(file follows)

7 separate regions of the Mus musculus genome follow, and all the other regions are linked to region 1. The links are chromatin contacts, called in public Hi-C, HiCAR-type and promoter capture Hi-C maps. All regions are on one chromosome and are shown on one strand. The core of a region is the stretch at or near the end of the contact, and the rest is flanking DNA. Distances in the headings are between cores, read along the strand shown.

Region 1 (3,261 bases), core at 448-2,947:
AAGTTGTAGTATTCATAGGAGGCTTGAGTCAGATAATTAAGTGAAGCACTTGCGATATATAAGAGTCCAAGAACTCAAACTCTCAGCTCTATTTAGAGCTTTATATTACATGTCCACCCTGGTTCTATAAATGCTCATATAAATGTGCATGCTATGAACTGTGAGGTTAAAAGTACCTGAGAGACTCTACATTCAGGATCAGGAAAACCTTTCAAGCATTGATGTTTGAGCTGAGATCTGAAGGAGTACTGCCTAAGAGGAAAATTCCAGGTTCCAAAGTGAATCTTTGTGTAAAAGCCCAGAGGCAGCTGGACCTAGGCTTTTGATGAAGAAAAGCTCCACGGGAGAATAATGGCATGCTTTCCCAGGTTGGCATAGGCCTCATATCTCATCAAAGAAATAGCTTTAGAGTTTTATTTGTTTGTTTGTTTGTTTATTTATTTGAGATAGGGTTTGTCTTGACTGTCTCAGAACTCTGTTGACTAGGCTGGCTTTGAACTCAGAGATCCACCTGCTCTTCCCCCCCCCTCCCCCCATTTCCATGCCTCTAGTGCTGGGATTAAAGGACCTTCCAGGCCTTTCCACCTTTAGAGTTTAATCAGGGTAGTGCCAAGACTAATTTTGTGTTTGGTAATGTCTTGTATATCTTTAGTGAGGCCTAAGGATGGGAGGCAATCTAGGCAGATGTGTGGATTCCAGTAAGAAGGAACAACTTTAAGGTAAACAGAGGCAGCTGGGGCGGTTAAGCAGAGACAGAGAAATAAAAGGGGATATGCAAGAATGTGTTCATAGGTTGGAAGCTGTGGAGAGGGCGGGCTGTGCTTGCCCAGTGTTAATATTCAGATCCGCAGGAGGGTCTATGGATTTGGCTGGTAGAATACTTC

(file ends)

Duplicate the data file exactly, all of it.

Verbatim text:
7 separate regions of the Mus musculus genome follow, and all the other regions are linked to region 1. The links are chromatin contacts, called in public Hi-C, HiCAR-type and promoter capture Hi-C maps. All regions are on one chromosome and are shown on one strand. The core of a region is the stretch at or near the end of the contact, and the rest is flanking DNA. Distances in the headings are between cores, read along the strand shown.

Region 1 (3,261 bases), core at 448-2,947:
AAGTTGTAGTATTCATAGGAGGCTTGAGTCAGATAATTAAGTGAAGCACTTGCGATATATAAGAGTCCAAGAACTCAAACTCTCAGCTCTATTTAGAGCTTTATATTACATGTCCACCCTGGTTCTATAAATGCTCATATAAATGTGCATGCTATGAACTGTGAGGTTAAAAGTACCTGAGAGACTCTACATTCAGGATCAGGAAAACCTTTCAAGCATTGATGTTTGAGCTGAGATCTGAAGGAGTACTGCCTAAGAGGAAAATTCCAGGTTCCAAAGTGAATCTTTGTGTAAAAGCCCAGAGGCAGCTGGACCTAGGCTTTTGATGAAGAAAAGCTCCACGGGAGAATAATGGCATGCTTTCCCAGGTTGGCATAGGCCTCATATCTCATCAAAGAAATAGCTTTAGAGTTTTATTTGTTTGTTTGTTTGTTTATTTATTTGAGATAGGGTTTGTCTTGACTGTCTCAGAACTCTGTTGACTAGGCTGGCTTTGAACTCAGAGATCCACCTGCTCTTCCCCCCCCCTCCCCCCATTTCCATGCCTCTAGTGCTGGGATTAAAGGACCTTCCAGGCCTTTCCACCTTTAGAGTTTAATCAGGGTAGTGCCAAGACTAATTTTGTGTTTGGTAATGTCTTGTATATCTTTAGTGAGGCCTAAGGATGGGAGGCAATCTAGGCAGATGTGTGGATTCCAGTAAGAAGGAACAACTTTAAGGTAAACAGAGGCAGCTGGGGCGGTTAAGCAGAGACAGAGAAATAAAAGGGGATATGCAAGAATGTGTTCATAGGTTGGAAGCTGTGGAGAGGGCGGGCTGTGCTTGCCCAGTGTTAATATTCAGATCCGCAGGAGGGTCTATGGATTTGGCTGGTAGAATACTTC